At the 11th hour of the 11th day of the 11th month of 1918, for the first time in over four years, the guns fell silent across the trenches that scarred the face of Europe during the First World War. America had been latecomers to the conflict, but at a tremendous cost had tipped the scales in what had been a murderous stalemate. No division had sacrificed more than the 42nd Division, nicknamed the “Rainbow Division ,” as it had been formed from National Guard Units whose origins streached across the country. No unit in the Rainbow Division fought on more fronts, nor suffered more casualties, than the regiment that represented the green in that rainbow: the 165th, the federal number assigned to the 69th New York. It was the same 69th that fifty years earlier as a unit of the Irish Brigade had been given the nickname of “the fighting 69th” as a tribute of respect by an enemy commander, Robert E. Lee. While the regimental number had changed, the unit and the New York Irish would once again prove worthy of that title, and no one was more responsible for the regiments unequaled record in WW I than Col. William “Wild Bill” Donovan.
Even before the war William Joseph Donovan was a hero of Horatio Alger proportions. The grandson of immigrants from Skibbereen, Co Cork, he had literally been born on the wrong side of the tracks in Buffalo, New York. Yet, as typical of Irish immigrants, each generation was climbing the long ladder of the American dream. While Donovan’s grandfather had worked shoveling grain in the holds of ships, his father had risen to the influential position of yardmaster for the local railroad. Young William Donovan continued the trend, attending Columbia University where he would earn a law degree. Donovan was a star quarterback of the Columbia football team, where he earned the name “Wild Bill” in an age where amateur athletes were treated like today’s professional superstars. He returned to Buffalo, started a law practice and married the daughter of the wealthiest man in Buffalo.
Donovan was not a man to rest on his success; his strong sense of duty and patriotism called him to seek an opportunity to serve his country. With several friends, Donovan formed a National Guard company of cavalry that served when the Army was mobilized to hunt for Pancho Villa. When the United States entered World War I, Donovan was called back to service and assigned as a major to the 165th regiment. He was a popular choice with the mostly Irish American regiment, particularly their Chaplin, Fr. Francis Duffy who would go on to fame and honor in his own right with the regiment. Donovan applied the same tough discipline on his men in training as he had applied to himself as an athlete at Columbia, training his men would learn to appreciate on the battlefields of France.
At the river Ourcq, nicknamed by the Irish of the 165th “the O’Rourke,” the 42nd Division had been ordered to cross the river and secure a ridge and farm on the other side. The position was believed to be “lightly held” when in fact they were being faced by three German Divisions including one of elite Prussian Guards. Only the 165th managed to reach its objective, the units on the left and right having fallen back. The result was the 165th was cut off and subjected to machine gun and artillery fire on three sides. It was estimated that the Germans had one machine gun for each four of Donovan’s men. Donovan and his men held their position for three days, until the rest of the Division could reinforce the 165th but at a terrible cost: of 3,000 men 1,750 men and 66 officers were lost. Donovan himself was exposed to poison gas and wounded, yet still continued to lead his men. In one case Donovan, without regard to danger, crossed open ground under heavy enemy fire to communicated coordinates for support artillery. For this action Donovan was awarded the Distinguished Service Cross and promoted Lt. Colonel.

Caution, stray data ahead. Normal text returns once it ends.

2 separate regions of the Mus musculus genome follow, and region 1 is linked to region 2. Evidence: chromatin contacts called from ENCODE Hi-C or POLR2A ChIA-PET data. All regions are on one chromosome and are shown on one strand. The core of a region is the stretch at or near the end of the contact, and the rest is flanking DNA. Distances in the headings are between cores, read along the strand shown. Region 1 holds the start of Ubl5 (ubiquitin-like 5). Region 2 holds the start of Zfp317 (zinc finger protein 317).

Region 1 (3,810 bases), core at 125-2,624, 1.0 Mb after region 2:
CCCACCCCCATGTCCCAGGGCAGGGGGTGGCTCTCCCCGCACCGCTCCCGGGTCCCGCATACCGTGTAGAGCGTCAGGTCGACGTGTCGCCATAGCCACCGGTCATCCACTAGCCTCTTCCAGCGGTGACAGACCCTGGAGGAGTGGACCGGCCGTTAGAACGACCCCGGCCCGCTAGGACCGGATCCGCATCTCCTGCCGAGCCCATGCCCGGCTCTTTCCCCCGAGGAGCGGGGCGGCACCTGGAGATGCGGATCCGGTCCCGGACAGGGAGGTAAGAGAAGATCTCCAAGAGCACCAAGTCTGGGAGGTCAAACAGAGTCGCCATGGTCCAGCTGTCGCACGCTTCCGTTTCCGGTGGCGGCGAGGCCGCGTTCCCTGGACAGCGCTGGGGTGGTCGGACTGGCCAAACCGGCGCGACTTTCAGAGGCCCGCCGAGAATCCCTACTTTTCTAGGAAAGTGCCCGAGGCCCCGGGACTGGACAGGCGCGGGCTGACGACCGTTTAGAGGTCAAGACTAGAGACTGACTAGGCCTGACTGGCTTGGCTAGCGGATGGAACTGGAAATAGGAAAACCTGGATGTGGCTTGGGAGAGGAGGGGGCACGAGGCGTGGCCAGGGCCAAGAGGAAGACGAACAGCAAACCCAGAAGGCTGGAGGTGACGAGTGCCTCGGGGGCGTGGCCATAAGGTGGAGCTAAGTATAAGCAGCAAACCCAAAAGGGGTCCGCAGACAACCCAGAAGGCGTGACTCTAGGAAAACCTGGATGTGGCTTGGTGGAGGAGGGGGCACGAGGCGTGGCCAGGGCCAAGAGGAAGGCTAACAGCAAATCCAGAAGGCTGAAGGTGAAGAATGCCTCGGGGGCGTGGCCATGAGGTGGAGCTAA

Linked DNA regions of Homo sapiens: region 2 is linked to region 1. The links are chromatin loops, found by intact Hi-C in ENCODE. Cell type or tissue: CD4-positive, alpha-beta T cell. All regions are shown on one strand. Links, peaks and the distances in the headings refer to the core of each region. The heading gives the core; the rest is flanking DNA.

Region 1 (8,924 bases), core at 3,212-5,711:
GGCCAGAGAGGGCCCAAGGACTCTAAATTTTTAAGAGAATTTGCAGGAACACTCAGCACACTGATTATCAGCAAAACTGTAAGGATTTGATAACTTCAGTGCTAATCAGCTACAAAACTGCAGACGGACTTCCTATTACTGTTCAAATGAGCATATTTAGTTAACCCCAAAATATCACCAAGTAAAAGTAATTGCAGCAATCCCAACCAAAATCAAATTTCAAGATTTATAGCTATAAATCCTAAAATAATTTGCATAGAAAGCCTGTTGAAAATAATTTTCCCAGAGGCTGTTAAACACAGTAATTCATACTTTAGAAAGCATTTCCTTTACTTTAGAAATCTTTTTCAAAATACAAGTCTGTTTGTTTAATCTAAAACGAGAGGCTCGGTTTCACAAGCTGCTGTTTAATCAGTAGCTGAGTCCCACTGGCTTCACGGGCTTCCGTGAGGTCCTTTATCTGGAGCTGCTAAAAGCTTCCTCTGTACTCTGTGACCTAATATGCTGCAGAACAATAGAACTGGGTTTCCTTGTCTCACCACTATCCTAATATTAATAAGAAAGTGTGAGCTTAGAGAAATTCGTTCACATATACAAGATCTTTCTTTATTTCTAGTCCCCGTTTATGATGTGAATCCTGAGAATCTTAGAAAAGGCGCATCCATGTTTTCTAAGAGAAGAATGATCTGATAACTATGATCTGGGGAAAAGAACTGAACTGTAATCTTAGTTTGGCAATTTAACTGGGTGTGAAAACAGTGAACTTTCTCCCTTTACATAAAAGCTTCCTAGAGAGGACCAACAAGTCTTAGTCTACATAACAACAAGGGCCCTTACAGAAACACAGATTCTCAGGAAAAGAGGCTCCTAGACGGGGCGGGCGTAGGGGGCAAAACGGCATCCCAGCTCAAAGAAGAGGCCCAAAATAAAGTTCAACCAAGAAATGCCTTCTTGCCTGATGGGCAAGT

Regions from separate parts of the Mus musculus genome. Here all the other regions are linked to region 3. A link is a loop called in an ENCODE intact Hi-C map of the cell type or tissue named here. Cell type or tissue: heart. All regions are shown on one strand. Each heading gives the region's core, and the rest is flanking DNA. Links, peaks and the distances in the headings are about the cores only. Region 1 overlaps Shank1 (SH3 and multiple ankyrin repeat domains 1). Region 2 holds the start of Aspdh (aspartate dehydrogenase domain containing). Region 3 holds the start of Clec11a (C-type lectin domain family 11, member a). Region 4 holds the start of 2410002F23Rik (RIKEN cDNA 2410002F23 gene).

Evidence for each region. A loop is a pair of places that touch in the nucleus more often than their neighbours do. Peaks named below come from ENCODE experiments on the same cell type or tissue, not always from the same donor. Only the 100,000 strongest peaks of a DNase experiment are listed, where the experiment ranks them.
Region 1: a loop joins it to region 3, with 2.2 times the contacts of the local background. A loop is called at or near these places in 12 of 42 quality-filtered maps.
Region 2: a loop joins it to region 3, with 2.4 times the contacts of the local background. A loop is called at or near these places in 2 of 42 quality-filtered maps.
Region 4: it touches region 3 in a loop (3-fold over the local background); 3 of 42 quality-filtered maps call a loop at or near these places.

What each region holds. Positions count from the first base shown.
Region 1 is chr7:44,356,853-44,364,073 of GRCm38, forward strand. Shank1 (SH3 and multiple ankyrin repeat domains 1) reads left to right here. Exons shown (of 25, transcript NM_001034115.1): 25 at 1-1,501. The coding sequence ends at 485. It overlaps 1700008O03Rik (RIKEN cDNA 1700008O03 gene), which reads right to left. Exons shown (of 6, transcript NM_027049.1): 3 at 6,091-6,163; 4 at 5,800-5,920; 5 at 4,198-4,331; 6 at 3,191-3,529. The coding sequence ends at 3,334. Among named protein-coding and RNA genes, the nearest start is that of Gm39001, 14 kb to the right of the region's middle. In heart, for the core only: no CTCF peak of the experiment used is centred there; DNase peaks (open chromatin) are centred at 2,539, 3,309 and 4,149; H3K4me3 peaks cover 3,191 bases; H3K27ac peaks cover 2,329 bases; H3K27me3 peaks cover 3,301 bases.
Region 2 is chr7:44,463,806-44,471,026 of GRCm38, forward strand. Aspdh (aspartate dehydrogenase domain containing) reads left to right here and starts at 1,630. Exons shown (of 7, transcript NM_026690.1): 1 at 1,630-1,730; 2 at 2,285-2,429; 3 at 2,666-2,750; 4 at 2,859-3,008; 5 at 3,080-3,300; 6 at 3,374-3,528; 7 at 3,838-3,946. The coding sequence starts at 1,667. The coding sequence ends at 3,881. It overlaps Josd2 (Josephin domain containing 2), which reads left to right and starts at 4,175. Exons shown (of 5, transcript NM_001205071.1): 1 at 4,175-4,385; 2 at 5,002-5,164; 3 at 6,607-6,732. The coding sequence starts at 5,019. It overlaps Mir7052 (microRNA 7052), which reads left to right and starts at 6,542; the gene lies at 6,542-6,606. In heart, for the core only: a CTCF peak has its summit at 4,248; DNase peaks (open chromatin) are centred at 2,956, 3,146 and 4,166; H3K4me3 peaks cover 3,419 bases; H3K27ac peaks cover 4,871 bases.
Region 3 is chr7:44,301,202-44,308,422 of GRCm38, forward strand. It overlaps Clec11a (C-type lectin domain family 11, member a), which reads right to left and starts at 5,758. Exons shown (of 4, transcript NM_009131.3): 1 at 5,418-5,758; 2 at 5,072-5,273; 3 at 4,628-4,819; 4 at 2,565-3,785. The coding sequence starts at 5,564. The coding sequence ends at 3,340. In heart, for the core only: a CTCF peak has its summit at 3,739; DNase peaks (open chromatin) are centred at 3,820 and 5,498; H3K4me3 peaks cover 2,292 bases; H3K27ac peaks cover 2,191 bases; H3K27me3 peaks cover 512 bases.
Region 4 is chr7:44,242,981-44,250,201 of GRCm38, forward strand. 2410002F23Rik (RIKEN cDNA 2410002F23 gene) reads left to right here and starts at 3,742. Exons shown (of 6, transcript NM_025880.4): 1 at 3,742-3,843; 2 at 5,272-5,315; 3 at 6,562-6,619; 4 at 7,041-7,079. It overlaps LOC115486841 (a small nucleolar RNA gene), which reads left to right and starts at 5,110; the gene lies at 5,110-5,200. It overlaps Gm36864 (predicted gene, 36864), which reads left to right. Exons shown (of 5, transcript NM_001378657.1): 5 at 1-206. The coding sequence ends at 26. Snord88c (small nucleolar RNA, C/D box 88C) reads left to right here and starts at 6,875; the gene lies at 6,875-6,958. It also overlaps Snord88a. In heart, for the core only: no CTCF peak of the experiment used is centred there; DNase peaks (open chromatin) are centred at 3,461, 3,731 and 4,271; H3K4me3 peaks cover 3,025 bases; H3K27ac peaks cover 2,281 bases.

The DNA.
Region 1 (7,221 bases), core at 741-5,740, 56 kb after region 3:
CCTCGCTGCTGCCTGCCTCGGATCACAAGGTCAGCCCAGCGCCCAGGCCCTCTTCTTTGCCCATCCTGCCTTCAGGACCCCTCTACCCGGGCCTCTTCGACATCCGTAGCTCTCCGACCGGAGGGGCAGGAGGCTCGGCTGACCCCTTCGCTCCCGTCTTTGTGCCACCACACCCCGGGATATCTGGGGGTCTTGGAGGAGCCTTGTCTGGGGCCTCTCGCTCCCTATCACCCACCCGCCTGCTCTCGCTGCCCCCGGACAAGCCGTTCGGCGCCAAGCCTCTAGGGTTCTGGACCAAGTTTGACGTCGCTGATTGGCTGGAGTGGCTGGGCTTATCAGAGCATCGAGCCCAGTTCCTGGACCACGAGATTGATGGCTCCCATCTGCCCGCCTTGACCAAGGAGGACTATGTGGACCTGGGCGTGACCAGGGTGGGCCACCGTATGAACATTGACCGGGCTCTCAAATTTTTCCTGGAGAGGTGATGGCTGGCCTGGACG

Tragically, these circumstances repeated themselves only a few months later when the 165th was asked to breach a line of German fortifications. Again the 165th was going up against some of the best troops Germany had, but this time the 165th did not have the hardened veterans that Donovan had trained and had been lost at the Ourcq, but young and inexperienced recruits. Describing it as foolish but necessary to his wife in a letter written before the battle, Donovan put on his full regulation uniform and insignia. He knew that by being so obviously a senior officer he would be a target for German snipers, but also knew that his men needed to see him and he needed to be in front of them. During the German attack, he was severely wounded, but continued to encourage his men refusing all attempts to evacuate him till the battle was over. For this Donovan was awarded the Medal of Honor and became the most decorated soldier of WW I.
Despite having already accomplished enough to fill multiple lifetimes, history still had much more to write about “Wild Bill” Donovan, He would become a successful lawyer, federal prosecutor, and a confidant to Presidents for his clear and pragmatic thinking. Donovan was often used as a presidential agent, especially when it came to matters of foreign intelligence. In World War II, he would create the Office of Strategic Services, the O.S.S., the precursor to the CIA, and attain the rank of Major General. After the war, he would assist in prosecuting Nazi war criminals at Nuremberg. Little wonder that when informed that William Donovan died peacefully after a life of honor and service to his country then President Eisenhower remarked “What a man! We have lost the last hero.”